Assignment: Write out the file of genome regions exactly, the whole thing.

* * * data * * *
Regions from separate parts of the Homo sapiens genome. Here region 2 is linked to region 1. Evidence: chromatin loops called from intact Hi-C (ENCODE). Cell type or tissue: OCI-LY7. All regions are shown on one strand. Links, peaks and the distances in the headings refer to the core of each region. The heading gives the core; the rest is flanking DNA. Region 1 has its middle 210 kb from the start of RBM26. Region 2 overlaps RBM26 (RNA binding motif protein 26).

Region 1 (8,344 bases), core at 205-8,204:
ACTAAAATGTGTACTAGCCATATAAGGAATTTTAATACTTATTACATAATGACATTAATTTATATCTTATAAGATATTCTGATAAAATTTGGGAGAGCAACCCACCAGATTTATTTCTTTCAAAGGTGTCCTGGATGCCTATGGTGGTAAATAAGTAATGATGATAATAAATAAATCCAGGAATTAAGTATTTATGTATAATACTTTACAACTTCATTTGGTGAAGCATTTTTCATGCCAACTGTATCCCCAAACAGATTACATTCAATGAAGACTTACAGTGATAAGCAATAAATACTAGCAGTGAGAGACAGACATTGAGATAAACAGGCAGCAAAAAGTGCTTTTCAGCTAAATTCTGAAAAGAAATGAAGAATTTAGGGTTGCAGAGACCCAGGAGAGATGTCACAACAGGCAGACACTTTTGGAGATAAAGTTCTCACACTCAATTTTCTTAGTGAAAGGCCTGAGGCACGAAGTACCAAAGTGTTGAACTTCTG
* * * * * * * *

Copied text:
Regions from separate parts of the Homo sapiens genome. Here region 2 is linked to region 1. Evidence: chromatin loops called from intact Hi-C (ENCODE). Cell type or tissue: OCI-LY7. All regions are shown on one strand. Links, peaks and the distances in the headings refer to the core of each region. The heading gives the core; the rest is flanking DNA. Region 1 has its middle 210 kb from the start of RBM26. Region 2 overlaps RBM26 (RNA binding motif protein 26).

Region 1 (8,344 bases), core at 205-8,204:
ACTAAAATGTGTACTAGCCATATAAGGAATTTTAATACTTATTACATAATGACATTAATTTATATCTTATAAGATATTCTGATAAAATTTGGGAGAGCAACCCACCAGATTTATTTCTTTCAAAGGTGTCCTGGATGCCTATGGTGGTAAATAAGTAATGATGATAATAAATAAATCCAGGAATTAAGTATTTATGTATAATACTTTACAACTTCATTTGGTGAAGCATTTTTCATGCCAACTGTATCCCCAAACAGATTACATTCAATGAAGACTTACAGTGATAAGCAATAAATACTAGCAGTGAGAGACAGACATTGAGATAAACAGGCAGCAAAAAGTGCTTTTCAGCTAAATTCTGAAAAGAAATGAAGAATTTAGGGTTGCAGAGACCCAGGAGAGATGTCACAACAGGCAGACACTTTTGGAGATAAAGTTCTCACACTCAATTTTCTTAGTGAAAGGCCTGAGGCACGAAGTACCAAAGTGTTGAACTTCTG